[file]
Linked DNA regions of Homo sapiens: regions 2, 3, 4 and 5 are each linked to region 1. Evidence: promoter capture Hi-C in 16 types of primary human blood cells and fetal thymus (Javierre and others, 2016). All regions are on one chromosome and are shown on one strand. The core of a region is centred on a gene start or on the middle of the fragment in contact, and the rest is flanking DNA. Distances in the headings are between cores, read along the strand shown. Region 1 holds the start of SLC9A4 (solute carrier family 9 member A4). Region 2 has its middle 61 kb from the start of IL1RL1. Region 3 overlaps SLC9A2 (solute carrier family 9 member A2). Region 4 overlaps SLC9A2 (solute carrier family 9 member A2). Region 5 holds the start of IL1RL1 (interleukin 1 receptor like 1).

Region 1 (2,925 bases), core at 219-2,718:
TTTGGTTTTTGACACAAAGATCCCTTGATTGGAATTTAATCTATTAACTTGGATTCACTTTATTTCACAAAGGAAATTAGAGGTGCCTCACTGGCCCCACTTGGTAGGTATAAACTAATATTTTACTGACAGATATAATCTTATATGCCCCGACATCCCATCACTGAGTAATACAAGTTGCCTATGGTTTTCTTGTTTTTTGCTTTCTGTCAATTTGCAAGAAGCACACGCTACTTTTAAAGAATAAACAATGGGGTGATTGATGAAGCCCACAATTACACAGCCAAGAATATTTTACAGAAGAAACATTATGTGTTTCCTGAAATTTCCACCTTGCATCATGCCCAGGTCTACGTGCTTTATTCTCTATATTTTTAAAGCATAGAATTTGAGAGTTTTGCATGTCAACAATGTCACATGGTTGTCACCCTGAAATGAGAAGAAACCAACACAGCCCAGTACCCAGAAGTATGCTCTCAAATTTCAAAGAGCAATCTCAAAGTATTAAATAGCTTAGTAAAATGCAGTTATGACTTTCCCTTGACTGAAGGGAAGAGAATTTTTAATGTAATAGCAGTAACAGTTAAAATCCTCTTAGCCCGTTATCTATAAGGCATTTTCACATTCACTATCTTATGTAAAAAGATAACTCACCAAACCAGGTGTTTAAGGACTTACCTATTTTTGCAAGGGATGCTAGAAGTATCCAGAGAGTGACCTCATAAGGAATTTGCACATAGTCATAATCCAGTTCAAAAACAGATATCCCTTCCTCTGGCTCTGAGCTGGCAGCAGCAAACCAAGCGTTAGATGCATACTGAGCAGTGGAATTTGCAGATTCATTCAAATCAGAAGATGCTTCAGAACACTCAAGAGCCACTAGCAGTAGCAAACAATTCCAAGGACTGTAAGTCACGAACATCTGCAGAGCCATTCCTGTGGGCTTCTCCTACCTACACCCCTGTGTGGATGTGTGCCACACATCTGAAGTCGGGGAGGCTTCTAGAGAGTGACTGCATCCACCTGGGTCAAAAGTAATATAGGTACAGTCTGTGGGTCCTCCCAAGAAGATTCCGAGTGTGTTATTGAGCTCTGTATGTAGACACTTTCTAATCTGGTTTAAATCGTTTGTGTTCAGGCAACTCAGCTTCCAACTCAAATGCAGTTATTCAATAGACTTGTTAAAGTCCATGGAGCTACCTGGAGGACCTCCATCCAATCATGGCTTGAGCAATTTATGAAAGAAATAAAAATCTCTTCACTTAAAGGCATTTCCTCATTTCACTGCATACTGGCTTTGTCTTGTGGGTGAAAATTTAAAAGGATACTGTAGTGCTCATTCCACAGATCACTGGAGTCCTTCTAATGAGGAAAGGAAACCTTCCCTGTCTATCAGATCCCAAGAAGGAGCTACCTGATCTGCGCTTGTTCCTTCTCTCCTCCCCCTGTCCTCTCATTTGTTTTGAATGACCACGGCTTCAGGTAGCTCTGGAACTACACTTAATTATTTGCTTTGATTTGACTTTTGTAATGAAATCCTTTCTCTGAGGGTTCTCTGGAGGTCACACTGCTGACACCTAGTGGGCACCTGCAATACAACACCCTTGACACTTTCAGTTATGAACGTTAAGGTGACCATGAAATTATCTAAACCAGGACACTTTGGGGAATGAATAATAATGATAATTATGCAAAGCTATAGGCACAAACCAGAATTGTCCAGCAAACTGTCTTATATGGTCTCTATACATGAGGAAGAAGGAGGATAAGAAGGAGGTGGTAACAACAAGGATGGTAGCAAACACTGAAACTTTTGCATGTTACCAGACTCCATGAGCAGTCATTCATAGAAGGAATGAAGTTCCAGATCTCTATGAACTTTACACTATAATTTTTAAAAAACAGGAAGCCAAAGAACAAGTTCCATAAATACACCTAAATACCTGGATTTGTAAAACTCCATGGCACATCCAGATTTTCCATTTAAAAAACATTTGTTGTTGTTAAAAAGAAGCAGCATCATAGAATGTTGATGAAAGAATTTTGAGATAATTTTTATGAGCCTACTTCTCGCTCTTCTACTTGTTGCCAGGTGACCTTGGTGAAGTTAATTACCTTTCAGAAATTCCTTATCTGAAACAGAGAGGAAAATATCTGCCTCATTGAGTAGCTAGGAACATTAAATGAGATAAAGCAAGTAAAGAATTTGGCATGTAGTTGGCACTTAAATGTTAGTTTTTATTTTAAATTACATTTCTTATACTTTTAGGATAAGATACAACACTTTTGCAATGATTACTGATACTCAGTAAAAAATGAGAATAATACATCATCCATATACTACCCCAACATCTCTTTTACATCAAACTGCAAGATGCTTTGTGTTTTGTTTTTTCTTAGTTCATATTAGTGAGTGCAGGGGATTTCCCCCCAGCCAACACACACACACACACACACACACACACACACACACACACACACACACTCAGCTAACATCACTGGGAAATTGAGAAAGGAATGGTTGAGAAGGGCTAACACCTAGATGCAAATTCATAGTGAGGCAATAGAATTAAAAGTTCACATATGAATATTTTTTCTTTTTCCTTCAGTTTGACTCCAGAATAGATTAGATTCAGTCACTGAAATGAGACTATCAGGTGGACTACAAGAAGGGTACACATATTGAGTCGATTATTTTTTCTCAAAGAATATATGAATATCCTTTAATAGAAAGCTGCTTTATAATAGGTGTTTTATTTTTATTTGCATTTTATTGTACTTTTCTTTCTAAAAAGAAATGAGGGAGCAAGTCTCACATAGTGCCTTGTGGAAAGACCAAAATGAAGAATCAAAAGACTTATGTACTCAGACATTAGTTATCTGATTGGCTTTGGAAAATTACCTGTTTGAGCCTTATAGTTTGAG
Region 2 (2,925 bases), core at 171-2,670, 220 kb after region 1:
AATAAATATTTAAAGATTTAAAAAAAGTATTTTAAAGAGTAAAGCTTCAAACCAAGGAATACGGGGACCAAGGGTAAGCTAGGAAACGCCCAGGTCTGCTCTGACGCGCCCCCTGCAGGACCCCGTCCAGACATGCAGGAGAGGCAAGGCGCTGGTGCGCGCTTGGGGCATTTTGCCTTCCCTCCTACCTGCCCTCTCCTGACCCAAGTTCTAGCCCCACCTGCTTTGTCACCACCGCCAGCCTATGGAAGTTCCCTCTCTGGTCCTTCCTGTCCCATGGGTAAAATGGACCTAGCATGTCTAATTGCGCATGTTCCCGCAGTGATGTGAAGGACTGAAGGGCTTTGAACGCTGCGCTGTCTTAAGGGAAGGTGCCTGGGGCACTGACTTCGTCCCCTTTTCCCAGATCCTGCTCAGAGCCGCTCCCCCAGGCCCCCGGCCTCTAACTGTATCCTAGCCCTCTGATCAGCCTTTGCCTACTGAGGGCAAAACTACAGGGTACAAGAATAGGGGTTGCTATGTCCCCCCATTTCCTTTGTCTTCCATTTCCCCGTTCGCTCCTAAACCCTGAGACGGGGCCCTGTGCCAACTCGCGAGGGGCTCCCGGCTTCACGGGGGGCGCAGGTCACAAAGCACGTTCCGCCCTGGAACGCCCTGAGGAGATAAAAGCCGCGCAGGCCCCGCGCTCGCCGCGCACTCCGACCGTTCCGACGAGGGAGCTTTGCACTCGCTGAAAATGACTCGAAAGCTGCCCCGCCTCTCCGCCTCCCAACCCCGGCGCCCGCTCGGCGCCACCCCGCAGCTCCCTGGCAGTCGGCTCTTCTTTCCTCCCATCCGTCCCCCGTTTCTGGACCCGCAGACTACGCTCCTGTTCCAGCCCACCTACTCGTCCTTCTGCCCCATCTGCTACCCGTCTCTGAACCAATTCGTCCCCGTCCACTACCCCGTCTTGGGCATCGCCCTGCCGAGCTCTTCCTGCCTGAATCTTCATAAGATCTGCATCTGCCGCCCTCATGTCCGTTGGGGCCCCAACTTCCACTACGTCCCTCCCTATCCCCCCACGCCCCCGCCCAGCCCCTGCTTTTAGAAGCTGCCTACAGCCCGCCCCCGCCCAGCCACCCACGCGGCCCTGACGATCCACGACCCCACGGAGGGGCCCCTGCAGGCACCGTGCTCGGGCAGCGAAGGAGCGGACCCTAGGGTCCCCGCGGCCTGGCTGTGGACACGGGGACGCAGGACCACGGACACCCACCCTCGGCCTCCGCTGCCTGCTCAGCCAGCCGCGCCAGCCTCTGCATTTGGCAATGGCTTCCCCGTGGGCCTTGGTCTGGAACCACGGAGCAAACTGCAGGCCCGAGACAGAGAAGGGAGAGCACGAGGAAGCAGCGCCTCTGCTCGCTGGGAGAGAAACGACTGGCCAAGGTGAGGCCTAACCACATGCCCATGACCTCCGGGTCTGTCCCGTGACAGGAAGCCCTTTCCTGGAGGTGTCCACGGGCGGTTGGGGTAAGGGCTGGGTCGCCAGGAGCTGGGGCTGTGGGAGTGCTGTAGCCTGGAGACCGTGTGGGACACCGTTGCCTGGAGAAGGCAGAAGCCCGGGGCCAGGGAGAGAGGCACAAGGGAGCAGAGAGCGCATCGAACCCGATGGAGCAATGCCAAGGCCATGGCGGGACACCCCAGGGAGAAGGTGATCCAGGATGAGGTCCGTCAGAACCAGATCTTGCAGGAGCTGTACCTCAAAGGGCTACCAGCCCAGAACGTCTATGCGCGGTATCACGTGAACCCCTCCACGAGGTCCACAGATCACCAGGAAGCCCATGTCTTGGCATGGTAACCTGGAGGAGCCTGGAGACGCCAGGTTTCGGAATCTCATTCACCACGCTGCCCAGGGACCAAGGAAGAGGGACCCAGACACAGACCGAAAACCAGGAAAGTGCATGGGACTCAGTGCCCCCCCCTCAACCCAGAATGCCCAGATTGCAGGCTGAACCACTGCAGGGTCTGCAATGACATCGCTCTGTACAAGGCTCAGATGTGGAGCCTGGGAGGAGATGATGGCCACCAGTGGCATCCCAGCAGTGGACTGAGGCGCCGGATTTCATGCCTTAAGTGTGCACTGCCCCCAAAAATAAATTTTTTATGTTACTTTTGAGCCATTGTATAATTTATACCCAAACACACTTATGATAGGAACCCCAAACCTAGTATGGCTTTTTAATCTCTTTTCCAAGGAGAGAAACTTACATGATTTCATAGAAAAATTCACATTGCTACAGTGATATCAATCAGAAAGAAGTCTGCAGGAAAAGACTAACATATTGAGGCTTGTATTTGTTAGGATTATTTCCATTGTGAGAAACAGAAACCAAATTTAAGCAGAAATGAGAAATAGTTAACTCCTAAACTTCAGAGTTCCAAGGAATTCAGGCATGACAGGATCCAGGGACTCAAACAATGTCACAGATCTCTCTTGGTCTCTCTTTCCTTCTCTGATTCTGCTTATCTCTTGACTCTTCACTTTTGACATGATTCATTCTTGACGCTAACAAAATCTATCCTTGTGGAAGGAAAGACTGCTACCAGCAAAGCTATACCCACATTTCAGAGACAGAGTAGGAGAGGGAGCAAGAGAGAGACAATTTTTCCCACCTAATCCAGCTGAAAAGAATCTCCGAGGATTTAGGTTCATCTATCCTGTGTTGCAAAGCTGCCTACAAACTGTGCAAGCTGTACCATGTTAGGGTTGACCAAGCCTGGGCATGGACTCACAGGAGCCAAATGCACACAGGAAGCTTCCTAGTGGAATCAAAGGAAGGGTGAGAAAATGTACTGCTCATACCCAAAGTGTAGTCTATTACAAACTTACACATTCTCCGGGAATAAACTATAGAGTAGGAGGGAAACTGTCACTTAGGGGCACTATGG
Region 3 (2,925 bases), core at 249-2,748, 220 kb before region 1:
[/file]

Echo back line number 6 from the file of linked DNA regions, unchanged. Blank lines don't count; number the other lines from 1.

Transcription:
Region 3 (2,925 bases), core at 249-2,748, 220 kb before region 1: